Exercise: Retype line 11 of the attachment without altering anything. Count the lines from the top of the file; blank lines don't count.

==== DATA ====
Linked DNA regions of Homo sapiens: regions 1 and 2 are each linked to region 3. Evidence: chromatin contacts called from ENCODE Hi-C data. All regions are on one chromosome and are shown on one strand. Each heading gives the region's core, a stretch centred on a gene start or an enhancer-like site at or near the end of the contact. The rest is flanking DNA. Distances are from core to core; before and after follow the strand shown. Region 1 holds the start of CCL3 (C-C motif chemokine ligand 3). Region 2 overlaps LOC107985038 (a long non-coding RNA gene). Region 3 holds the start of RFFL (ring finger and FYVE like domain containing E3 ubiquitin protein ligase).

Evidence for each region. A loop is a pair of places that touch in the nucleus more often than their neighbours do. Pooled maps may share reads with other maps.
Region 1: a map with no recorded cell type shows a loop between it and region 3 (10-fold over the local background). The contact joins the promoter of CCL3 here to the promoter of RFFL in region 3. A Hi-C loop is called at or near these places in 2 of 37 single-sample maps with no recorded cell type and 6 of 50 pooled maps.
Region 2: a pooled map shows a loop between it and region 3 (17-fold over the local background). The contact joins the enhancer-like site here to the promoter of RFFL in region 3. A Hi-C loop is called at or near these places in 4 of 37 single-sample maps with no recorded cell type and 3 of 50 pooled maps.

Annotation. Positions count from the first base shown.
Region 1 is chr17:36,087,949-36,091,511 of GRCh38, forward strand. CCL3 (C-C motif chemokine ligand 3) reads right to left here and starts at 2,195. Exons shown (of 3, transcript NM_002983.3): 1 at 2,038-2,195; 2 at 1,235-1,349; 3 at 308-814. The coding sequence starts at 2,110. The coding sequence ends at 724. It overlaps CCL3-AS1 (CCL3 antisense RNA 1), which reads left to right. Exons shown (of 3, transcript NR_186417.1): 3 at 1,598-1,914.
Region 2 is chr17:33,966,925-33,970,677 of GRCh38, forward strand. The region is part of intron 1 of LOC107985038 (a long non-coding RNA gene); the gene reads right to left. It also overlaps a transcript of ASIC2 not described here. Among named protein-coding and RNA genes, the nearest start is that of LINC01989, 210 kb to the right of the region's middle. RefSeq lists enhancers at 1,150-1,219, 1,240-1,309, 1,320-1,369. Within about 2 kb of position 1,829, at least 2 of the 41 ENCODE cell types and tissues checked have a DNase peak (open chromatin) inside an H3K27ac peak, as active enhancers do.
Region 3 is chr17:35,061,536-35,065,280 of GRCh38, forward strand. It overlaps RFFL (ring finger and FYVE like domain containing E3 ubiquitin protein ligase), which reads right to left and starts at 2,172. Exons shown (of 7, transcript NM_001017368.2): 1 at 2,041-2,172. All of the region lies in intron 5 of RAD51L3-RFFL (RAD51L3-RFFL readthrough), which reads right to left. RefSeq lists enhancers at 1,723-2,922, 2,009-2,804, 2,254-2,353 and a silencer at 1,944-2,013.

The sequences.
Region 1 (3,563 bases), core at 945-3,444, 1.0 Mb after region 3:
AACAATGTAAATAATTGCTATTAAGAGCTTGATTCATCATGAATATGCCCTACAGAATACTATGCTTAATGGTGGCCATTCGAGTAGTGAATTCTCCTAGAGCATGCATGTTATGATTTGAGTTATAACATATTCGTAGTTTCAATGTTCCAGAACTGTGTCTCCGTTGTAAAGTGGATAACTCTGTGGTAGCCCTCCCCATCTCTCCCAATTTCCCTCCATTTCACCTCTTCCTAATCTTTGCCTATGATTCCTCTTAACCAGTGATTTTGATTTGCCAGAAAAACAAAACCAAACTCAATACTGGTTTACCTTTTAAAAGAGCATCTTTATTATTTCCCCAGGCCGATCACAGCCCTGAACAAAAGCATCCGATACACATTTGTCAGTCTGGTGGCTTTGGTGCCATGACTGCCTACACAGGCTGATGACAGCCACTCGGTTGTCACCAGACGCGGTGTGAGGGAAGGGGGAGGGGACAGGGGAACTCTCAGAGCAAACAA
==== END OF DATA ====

AACAATGTAAATAATTGCTATTAAGAGCTTGATTCATCATGAATATGCCCTACAGAATACTATGCTTAATGGTGGCCATTCGAGTAGTGAATTCTCCTAGAGCATGCATGTTATGATTTGAGTTATAACATATTCGTAGTTTCAATGTTCCAGAACTGTGTCTCCGTTGTAAAGTGGATAACTCTGTGGTAGCCCTCCCCATCTCTCCCAATTTCCCTCCATTTCACCTCTTCCTAATCTTTGCCTATGATTCCTCTTAACCAGTGATTTTGATTTGCCAGAAAAACAAAACCAAACTCAATACTGGTTTACCTTTTAAAAGAGCATCTTTATTATTTCCCCAGGCCGATCACAGCCCTGAACAAAAGCATCCGATACACATTTGTCAGTCTGGTGGCTTTGGTGCCATGACTGCCTACACAGGCTGATGACAGCCACTCGGTTGTCACCAGACGCGGTGTGAGGGAAGGGGGAGGGGACAGGGGAACTCTCAGAGCAAACAA